Where is the Japanese Wave?

By: Dorothy Finan  

Exemplified by superbrand and boyband BTS, Korean pop music (or K-pop) is continuing to ride the so-called "Korean Wave". American broadcast and digital media platforms are scrambling to fill their screens with the latest polished productions direct from South Korea. K-pop even proudly featured at the 2018 Winter Olympics in Pyeongchang. But with the Tokyo 2020 Olympics and Paralympics steadily approaching, where exactly is the "Japanese Wave" of globally popular Japanese music? Iwabuchi (2002) argued that Japanese cultural products such as animation succeeded partly due to their "culturally odorless" nature- they didn't seem "Japanese" to overseas consumers. However, this presentation examines two types of pop performers in Japan and Korea respectively, both known as "idols", to argue that, Japanese popular music's downfall is actually its very 'cultural odor', its overtly branded "Japanese-ness" that relies on the "Weird Japan" brand established by cultural products of decades previous. This presentation follows existing comparisons of J-pop and K-pop (Jung and Hirata, 2012; Lie, 2012) in arguing that the economic trajectories of Japan and Korea, as well as the contrasting structures of each country's music industries are vital to understanding the absence of a "Japanese Wave", but additionally incorporates the examination of media discourses about each country's "brand" to argue that such discourses are an indispensable part of any political economy perspective.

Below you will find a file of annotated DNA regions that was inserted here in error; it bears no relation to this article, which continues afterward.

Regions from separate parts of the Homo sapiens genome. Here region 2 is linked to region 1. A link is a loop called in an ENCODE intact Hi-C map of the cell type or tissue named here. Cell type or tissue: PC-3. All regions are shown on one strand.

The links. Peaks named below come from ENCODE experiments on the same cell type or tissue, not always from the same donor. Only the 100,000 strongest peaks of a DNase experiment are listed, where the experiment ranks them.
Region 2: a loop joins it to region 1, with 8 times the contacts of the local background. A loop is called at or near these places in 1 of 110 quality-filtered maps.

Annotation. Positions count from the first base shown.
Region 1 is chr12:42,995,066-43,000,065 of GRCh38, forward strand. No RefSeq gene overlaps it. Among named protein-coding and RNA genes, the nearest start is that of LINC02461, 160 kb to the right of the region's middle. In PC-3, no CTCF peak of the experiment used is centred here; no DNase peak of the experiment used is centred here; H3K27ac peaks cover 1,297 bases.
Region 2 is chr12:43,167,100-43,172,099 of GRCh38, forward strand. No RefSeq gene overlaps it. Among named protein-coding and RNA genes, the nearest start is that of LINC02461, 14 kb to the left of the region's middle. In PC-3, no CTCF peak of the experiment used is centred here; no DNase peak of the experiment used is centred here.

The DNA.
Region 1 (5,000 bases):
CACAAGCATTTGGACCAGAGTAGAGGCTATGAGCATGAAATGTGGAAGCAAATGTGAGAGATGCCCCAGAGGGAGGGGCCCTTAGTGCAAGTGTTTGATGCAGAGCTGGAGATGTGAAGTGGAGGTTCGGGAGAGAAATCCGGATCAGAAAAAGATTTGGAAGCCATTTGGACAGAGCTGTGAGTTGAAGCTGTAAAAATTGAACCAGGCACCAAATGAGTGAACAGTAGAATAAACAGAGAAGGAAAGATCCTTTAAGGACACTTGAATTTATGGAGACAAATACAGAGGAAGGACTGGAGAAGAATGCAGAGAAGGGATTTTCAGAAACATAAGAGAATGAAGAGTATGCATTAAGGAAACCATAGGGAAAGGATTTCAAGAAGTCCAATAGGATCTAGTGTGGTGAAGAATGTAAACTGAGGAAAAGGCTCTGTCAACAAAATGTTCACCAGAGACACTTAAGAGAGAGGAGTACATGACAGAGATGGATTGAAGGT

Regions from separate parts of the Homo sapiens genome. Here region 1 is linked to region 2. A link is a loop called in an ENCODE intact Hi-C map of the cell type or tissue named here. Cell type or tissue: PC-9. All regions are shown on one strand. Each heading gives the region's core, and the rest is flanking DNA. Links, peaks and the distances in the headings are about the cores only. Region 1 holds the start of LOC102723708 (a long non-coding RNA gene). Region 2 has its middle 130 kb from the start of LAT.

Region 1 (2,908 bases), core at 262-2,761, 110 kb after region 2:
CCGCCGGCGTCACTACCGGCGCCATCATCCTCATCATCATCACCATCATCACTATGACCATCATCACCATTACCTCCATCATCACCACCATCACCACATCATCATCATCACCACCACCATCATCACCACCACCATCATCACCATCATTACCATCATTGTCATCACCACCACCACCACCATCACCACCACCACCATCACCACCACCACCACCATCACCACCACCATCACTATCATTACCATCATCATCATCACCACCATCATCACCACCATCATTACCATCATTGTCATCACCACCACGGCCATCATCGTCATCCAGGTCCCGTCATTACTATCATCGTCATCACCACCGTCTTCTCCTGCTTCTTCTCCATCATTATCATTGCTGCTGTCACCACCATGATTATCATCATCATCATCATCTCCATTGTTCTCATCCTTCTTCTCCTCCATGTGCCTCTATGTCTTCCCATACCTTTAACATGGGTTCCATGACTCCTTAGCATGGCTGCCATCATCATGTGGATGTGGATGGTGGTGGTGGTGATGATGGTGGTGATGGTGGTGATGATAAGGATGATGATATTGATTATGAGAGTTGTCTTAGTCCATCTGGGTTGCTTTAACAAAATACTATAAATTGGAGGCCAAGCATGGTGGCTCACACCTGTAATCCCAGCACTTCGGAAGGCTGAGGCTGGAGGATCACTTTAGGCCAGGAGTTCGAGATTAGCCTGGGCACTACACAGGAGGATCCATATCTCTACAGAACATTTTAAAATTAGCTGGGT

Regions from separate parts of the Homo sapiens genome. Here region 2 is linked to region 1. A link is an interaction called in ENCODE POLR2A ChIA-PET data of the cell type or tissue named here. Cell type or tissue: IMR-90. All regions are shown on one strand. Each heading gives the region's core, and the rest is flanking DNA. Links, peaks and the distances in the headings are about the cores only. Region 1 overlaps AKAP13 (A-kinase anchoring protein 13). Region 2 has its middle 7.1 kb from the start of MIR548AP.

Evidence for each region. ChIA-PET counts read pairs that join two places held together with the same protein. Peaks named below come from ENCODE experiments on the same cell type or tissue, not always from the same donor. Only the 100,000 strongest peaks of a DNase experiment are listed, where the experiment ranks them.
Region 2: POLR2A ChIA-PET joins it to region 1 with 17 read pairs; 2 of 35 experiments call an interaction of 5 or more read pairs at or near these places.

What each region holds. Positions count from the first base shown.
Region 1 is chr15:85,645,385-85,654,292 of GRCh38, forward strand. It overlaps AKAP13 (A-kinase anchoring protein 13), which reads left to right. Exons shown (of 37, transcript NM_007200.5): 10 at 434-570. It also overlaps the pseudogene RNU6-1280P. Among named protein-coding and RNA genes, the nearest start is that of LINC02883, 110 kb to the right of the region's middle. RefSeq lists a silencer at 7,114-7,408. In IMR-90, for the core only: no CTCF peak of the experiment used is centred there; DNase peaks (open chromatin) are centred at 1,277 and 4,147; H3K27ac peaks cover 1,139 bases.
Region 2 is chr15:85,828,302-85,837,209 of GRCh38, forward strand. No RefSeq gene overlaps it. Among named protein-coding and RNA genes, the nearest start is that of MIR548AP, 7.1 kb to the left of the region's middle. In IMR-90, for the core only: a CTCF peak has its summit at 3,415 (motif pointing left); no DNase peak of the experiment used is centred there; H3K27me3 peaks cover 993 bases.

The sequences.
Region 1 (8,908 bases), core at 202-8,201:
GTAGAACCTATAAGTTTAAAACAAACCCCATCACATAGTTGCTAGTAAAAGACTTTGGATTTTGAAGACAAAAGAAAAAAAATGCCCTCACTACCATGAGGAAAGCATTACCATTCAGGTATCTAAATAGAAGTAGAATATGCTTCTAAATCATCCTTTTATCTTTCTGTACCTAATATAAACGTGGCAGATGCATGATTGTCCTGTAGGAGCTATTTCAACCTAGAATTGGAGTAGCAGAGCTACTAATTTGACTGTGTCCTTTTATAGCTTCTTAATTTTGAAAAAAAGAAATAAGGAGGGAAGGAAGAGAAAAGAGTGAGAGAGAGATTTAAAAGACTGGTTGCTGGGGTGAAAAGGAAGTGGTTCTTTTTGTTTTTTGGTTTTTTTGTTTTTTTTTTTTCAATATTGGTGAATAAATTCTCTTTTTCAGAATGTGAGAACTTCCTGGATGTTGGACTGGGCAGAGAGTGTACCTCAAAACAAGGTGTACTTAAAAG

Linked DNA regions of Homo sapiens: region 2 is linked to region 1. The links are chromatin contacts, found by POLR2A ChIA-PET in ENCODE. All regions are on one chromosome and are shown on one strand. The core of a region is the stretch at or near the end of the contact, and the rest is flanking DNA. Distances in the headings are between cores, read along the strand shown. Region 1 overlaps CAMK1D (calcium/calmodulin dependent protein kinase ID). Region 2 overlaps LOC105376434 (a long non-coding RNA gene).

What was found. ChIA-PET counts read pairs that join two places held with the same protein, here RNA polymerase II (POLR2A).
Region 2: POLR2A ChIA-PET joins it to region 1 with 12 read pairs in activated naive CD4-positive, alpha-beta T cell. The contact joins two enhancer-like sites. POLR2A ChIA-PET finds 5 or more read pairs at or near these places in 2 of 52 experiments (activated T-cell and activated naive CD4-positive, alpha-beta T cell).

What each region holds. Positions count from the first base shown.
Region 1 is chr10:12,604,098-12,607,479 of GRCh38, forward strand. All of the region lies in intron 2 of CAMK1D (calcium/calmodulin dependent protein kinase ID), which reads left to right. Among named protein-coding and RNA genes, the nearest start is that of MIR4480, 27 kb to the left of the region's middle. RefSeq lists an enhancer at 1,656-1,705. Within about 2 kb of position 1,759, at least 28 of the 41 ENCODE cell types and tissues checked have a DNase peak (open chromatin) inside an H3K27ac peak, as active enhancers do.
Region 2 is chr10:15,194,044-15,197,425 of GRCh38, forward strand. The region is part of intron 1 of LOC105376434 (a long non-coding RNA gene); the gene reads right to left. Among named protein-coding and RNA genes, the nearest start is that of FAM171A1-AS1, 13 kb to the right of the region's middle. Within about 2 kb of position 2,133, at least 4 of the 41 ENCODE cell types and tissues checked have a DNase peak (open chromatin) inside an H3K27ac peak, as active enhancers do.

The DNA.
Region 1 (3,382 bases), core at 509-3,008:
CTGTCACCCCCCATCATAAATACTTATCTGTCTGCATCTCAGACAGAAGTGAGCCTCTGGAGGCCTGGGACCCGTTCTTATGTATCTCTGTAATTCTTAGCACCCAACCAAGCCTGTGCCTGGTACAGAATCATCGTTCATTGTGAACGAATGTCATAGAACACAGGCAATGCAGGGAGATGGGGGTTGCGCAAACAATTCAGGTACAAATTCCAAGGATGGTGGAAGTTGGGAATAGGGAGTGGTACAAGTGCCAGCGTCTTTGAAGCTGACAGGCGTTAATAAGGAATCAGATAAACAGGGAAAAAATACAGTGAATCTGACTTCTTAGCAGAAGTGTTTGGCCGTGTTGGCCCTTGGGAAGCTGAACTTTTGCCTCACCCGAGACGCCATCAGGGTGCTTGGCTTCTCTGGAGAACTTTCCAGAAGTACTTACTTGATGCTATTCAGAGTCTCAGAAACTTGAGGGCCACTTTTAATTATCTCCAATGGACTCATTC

Media Economics, Marketing, Globalization, Popular Culture
Media Business
Paper Presentation in a Themed Session

Dorothy Finan

PhD Student, School of East Asian Studies, University of Sheffield, United Kingdom
South Yorkshire, United Kingdom

I am a first year PhD student at the University of Sheffield, UK, researching the history and sociocultural context of the portrayal of "adolesence" in Japanese idol pop music. I aim to analyse the production and consumption of popular music, as well as the discourses within the musical "products" themselves to better understand how representations of identity, particularly national and class identity, are reproduced within popular music.